“Sometimes, I wonder how two persons end up living with one another the whole life without being bored”, he changed the topic swiftly like a traffic signal.

“Why so?”, she asked in wonder.

“You see human psychology is weird and all messed up. People usually get bored of things sooner or later. It is difficult to stick to one thing for long.”

“May be not if you get along with the right person. What kind of girl you’re looking for?”, she leaned forward.

“Well, I haven’t given a deep thought on this yet. But I think I am more inclined towards artistic things. Art fascinates me, for it doesn’t lie. It requires compassion, and patience. As you rightly said, choosing a life partner is the greatest risk one can take in life. It’s a lifelong bond of love, care and respect. I would like to end up with a girl who understands art or at least respects it.

“Well, here is the funny thing. The only such girl I know of is YOU.”, he said and tried to peek into her eyes. Some answers can’t be said in words.

The reader turned the page in haste as if it was a matter of life and death.

There was weird grave silence. She didn’t know what to say. If only god had designed heartbeats to be more throbbing, he could have probably known what was going on.

More than anything, the reader wished to have this exact conversation with the girl he strongly believes to be his potential better half. The only question was, was such a moment gonna happen in his life?

Farewell! Until we meet again.

Copyright © 2018, Aashish Barnwal, All rights reserved.
Read more

Every evening on the roof top of my hostel in Delhi, I used to see the shining airplanes going off into the thin air and wondered when I would get a chance to fly in one of these with my own capability. While that dream was fulfilled the moment I joined Microsoft, I started wondering to fly to United States in the best of airlines to feel how is it like to be in the most powerful country in the world..You can say that my dreams always get upgraded.

Being at Microsoft has its own benefits

I owned an important piece of project in Microsoft. There was a talk going on to fasten the velocity of work we were doing. Given the complexity of the project, its architecture was written in many layers few of which was coded by team at Redmond. Due to time zone difference and the critical timing, we had to act on it quickly to enhance quality of product. They decided to send me over to interact with people, understand different layers and their communication.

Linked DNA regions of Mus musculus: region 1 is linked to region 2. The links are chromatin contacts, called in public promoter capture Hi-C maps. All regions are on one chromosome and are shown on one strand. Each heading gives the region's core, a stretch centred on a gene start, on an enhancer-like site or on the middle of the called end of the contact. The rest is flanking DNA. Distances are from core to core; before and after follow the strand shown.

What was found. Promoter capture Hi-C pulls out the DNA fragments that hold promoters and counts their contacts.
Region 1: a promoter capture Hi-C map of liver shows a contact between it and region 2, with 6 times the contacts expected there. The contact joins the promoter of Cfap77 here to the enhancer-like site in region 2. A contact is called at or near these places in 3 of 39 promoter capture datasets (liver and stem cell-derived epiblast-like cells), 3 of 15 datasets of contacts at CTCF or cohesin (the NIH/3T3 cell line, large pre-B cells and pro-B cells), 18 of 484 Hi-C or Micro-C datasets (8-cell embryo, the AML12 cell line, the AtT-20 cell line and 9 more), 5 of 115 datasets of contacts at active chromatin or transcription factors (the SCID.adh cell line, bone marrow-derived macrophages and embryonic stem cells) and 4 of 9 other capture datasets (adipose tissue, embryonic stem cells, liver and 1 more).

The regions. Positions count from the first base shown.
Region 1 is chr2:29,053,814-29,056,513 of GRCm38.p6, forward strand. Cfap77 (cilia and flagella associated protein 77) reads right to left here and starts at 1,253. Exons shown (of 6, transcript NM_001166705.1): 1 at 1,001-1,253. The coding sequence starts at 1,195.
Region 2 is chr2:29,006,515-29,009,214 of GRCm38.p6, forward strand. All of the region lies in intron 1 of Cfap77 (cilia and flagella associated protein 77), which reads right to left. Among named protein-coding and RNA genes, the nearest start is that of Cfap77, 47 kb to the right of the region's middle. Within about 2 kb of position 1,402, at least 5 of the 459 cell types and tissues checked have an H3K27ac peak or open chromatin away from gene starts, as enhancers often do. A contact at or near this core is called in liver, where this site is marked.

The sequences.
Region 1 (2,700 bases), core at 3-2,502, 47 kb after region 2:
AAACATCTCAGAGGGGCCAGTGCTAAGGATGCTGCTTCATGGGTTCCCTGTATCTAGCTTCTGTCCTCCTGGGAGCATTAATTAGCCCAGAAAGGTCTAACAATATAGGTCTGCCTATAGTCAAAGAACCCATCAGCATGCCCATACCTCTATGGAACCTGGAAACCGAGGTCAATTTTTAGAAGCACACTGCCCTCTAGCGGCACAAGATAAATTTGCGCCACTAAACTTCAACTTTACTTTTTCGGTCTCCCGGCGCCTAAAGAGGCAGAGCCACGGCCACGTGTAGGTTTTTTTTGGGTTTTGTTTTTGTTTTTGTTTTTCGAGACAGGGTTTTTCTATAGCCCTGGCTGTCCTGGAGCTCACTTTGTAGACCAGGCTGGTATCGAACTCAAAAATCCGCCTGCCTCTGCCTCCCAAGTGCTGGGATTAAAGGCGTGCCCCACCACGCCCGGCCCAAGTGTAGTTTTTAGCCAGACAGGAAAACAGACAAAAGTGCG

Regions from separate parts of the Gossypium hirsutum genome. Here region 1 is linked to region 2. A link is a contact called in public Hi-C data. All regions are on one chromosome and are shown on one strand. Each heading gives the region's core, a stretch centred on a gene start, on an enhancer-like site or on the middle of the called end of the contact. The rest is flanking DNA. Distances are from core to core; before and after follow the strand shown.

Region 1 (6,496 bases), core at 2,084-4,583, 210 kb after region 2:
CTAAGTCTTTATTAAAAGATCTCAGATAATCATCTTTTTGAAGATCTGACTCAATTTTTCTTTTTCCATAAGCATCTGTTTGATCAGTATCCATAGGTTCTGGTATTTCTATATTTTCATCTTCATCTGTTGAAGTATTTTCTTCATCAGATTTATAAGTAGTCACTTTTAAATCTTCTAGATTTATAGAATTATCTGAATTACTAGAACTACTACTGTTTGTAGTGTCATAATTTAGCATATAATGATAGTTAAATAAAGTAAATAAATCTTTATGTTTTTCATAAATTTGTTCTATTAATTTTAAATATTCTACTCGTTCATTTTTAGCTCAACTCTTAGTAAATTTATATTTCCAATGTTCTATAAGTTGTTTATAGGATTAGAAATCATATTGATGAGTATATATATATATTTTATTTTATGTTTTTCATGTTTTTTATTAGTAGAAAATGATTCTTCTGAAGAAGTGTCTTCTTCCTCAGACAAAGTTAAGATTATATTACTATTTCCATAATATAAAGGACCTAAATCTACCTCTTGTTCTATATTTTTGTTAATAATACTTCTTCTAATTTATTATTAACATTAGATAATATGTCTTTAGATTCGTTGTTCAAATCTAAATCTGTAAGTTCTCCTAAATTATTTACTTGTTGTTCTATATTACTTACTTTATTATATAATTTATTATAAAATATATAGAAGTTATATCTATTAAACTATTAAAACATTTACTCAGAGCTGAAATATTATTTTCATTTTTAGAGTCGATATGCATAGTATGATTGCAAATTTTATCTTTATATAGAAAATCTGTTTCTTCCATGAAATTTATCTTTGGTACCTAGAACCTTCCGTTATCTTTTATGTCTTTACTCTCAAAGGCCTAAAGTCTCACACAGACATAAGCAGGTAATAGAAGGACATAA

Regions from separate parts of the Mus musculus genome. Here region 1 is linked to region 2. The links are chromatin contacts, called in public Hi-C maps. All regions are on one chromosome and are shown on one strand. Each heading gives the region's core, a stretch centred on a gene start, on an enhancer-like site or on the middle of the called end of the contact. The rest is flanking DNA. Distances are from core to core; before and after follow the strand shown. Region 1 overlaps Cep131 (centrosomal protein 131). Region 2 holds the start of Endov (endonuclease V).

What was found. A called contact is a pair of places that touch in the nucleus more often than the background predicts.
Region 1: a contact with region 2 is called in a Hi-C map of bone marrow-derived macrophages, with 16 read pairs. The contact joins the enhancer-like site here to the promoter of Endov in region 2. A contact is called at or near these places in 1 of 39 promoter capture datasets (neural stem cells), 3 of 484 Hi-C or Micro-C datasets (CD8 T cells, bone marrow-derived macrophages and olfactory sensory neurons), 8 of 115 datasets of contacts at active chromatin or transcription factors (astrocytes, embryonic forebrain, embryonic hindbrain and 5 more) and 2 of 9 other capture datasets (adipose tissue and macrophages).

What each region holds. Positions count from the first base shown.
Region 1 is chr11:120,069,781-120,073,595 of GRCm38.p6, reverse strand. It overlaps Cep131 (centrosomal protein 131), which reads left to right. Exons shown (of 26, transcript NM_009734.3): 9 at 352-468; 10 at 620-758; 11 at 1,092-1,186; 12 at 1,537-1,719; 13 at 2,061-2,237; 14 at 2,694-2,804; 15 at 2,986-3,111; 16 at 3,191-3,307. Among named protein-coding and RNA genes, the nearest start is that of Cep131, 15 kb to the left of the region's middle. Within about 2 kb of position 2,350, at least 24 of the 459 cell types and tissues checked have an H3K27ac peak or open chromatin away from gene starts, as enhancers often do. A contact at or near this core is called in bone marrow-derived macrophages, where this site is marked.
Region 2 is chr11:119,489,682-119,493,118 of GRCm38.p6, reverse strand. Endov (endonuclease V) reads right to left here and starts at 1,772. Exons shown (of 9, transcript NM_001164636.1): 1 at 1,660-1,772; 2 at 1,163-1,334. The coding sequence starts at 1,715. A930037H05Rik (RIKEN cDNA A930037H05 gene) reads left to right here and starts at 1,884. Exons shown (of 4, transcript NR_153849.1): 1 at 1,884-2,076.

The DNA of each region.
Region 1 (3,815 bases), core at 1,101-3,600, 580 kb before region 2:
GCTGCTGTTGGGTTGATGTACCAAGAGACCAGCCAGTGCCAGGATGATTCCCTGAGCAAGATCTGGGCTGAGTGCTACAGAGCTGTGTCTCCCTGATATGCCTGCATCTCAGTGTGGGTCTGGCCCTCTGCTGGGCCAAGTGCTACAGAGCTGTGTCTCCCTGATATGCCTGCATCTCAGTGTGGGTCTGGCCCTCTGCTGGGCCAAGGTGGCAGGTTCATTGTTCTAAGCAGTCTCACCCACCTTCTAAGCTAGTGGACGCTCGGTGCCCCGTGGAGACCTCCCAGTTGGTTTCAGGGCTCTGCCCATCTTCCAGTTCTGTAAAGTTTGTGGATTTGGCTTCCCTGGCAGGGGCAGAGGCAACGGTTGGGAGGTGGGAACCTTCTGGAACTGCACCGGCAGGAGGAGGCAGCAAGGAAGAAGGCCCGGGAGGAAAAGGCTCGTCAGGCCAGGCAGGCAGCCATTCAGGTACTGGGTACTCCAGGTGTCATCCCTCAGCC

A sudden plan

I hardly remember traveling somewhere in such a big rush. It was 4 O’ clock in the evening when I was checking flight tickets and changing date in the calendar on the online portal to finalize which day to travel. 6 O’ clock, my friends found a flight that was to take off the next morning to Seattle and I spent next hour mentally preparing myself to fly so unprepared. It was just hard to believe that I would be traveling to US, one of my dream destinations without any preparation. My parents were asking me every other day if I bought winter apparels. I usually prefer to plan everything in advance and this time, without have a flight ticket in hand, I didn’t want. With support from my friends at Microsoft, I finally decided to give it a chance. There are few things in world for which you need not to be prepared. After all, traveling somewhere without much thinking has its own share of fun. And this was not somewhere. This was what I dreamed of long enough.

It all started with a joke. I was worried I was not getting any ticket in good airlines next week. I was tired, exhausted not a clue on what to do. “There is a flight next day at 4 in the morning. You can catch that.”

“Holy cow! This would be too early. How on earth would I be able to catch that?”